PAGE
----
Enterprise content management (ECM) spans a broad category of systems, strategies and tools designed to improve organizational processes that involve the capture, management, preservation and delivery of information. ECM systems can encompass document management, imaging, records management, workflow, regulatory compliance management and collaboration capabilities. These tools help organizations of all sizes and in all industries better organize their structured and unstructured data in an effort to better manage and harness an ever-increasing amount of content.
Numerous analysts firms, industry trade associations, media entities and other organizations have devoted significant resources to study how enterprise content management systems can help companies achieve greater operational efficiencies, improve productivity, protect against data loss and secure confidential information. We’ve published a white paper entitled The Business Case for Enterprise Content Management that features a collection of such research, and is designed to provide organizations with fact-based data points that reinforce the business case for deploying an ECM solution — and below are a few highlights from this resource.
Reducing Operational Costs
The costs associated with creating, storing, searching for, retrieving, printing and copying files are growing at a phenomenal rate. Beyond the sizable labor costs related to handling and maintaining paper documents, hard copy storage also incurs ongoing material expenses. Printing and copying do not disappear entirely in a paperless environment, but when paper no longer constitutes the primary medium for information storage and distribution, an organization prints and copies significantly less.
- Organizations can reduce the size of their server farms by 30% to 50% if each document or email attachment is stored just once. (AIIM)
- Changing to a culture of electronic-only filing would reduce office space allocated to filing storage from 14.5% to 5.9% — a 60% reduction. (AIIM)
The Impact of Lost Data and Information Security Breaches
Without an effective enterprise content management system in place, organizations spend enormous amounts of time, effort and money searching for lost and misfiled documents. This often results in poor decision making due to out-of-date or incomplete information, duplicated efforts and lost productivity.
- 59% of middle managers say they miss important information almost every day because it exists within the company, but they cannot find it. (Accenture)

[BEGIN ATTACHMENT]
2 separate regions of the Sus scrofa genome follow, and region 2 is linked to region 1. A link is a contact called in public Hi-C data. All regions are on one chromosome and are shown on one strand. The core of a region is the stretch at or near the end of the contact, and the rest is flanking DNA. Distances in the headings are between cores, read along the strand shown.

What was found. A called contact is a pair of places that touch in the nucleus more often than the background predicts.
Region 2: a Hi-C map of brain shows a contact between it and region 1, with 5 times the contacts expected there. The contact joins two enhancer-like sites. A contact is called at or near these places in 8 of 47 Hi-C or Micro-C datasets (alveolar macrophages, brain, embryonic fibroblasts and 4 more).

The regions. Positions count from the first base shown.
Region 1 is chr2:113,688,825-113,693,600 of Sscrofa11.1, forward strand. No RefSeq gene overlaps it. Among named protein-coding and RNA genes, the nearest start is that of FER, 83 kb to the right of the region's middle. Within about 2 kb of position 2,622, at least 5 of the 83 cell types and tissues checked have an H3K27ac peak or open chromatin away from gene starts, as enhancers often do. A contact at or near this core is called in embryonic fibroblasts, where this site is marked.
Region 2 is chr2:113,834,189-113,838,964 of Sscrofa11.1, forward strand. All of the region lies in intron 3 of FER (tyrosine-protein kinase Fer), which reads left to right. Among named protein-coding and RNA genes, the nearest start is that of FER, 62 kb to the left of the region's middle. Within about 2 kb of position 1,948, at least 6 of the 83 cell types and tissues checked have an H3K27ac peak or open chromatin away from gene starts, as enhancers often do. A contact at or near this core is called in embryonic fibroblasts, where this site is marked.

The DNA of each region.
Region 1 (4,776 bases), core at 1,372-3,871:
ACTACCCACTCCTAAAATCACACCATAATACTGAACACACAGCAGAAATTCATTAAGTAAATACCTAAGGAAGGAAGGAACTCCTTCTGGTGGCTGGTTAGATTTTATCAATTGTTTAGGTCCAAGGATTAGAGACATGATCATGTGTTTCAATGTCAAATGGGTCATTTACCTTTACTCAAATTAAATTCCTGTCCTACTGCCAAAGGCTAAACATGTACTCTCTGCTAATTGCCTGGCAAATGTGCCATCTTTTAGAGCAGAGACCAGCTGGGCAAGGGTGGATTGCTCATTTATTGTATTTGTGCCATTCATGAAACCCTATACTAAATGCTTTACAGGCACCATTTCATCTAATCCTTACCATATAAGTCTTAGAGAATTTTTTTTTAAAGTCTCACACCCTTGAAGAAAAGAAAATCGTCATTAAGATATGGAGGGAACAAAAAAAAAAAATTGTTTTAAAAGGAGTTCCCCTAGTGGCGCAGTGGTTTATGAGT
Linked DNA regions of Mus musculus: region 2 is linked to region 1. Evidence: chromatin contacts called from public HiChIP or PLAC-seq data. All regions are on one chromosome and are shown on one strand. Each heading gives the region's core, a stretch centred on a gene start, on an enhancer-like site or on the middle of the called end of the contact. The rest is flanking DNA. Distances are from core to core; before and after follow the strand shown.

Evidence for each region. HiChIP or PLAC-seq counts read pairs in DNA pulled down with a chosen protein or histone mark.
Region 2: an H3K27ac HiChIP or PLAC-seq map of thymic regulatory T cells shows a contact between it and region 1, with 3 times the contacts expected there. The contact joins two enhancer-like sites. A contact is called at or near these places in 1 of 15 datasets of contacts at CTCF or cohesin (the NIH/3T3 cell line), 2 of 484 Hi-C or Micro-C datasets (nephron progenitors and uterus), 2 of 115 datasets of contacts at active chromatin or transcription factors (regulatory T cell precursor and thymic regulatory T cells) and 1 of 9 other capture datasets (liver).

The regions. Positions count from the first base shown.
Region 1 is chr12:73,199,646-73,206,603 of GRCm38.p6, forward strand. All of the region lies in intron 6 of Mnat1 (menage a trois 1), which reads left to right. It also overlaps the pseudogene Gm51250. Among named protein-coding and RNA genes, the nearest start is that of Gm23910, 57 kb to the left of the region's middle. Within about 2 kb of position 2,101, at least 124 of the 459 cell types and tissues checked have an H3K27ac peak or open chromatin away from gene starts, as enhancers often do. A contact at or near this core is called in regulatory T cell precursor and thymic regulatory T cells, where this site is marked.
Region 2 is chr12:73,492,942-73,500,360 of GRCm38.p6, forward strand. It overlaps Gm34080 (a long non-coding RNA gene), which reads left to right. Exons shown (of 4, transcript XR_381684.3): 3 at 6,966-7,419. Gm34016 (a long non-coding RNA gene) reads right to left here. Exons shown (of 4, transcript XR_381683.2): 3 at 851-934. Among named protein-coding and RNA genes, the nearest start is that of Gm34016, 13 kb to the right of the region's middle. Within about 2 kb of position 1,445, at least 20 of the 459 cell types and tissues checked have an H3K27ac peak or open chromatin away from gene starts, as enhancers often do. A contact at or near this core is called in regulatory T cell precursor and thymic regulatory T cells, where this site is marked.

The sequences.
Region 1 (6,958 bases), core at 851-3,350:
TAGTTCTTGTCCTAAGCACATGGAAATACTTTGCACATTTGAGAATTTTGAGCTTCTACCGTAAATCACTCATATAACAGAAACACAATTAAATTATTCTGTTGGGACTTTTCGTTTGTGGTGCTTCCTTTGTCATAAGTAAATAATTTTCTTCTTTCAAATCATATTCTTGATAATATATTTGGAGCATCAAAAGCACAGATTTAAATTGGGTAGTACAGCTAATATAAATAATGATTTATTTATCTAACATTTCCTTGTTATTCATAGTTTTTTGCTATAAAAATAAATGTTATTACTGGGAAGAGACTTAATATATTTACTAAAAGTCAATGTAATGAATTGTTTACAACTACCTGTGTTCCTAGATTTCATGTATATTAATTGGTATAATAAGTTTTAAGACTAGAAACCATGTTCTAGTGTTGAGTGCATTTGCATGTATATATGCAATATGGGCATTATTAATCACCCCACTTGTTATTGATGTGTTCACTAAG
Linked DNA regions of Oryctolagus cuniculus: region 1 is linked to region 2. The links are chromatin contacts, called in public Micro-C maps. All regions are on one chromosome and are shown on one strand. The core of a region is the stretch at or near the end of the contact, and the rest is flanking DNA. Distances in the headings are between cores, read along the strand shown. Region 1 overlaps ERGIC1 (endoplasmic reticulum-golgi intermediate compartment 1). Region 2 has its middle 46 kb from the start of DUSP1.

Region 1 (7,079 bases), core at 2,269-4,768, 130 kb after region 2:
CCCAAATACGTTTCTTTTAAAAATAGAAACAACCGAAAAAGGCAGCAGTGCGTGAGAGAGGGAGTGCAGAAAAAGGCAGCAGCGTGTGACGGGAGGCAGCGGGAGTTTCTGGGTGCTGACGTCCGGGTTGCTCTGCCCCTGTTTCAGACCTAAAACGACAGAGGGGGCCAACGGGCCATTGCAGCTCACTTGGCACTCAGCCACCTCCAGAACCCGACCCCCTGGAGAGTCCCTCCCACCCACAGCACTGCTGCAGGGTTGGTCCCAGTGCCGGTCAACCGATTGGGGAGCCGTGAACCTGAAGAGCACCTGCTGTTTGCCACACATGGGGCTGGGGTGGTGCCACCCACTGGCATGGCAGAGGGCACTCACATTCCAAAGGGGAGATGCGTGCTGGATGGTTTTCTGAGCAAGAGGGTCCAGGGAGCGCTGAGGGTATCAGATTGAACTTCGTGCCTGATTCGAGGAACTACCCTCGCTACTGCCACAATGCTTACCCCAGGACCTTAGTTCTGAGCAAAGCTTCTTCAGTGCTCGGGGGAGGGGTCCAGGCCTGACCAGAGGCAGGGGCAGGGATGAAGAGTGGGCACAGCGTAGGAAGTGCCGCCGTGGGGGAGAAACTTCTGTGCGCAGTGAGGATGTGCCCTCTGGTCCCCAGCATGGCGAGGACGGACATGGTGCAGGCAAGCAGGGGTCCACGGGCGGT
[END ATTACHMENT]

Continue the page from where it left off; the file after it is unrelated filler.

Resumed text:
- The average cost of a data breach within the U.S. has risen to approximately $7.2m. (Ponemon Institute)
The Intersection of Information Management and Compliance
The compliance arena is becoming more complicated and complex each year. The requirement for companies to adhere to industry regulations and standards has led to a growing realization that maintaining reliable, electronic-based and searchable records is critical to the well-being of an organization.
- There are more than 14,000 federal, state and industry laws, standards and regulations that dictate how long to keep paper and electronic records. (Cadence)
- More than 90% of respondents cite meeting regulatory records retention requirements as the main reason their organization has implemented, or is planning to implement, a records and information management program. (IDC and ARMA)
Organizations face increasing pressure to improve efficiencies, optimize business processes, comply with the growing complexity of regulations and reduce costs. Without an effective strategy and system in place to effectively manage vital information assets, organizations are at risk for operational inefficiencies, information security breaches, data loss, compliance and audit challenges, legal issues and a host of other negative consequences. Effective enterprise content management solutions enable companies to meet these challenges head-on, while simultaneously mitigating risks, improving collaboration and decision making and delivering a strong ROI.
For more information read our white paper: The Business Case for Enterprise Content Management
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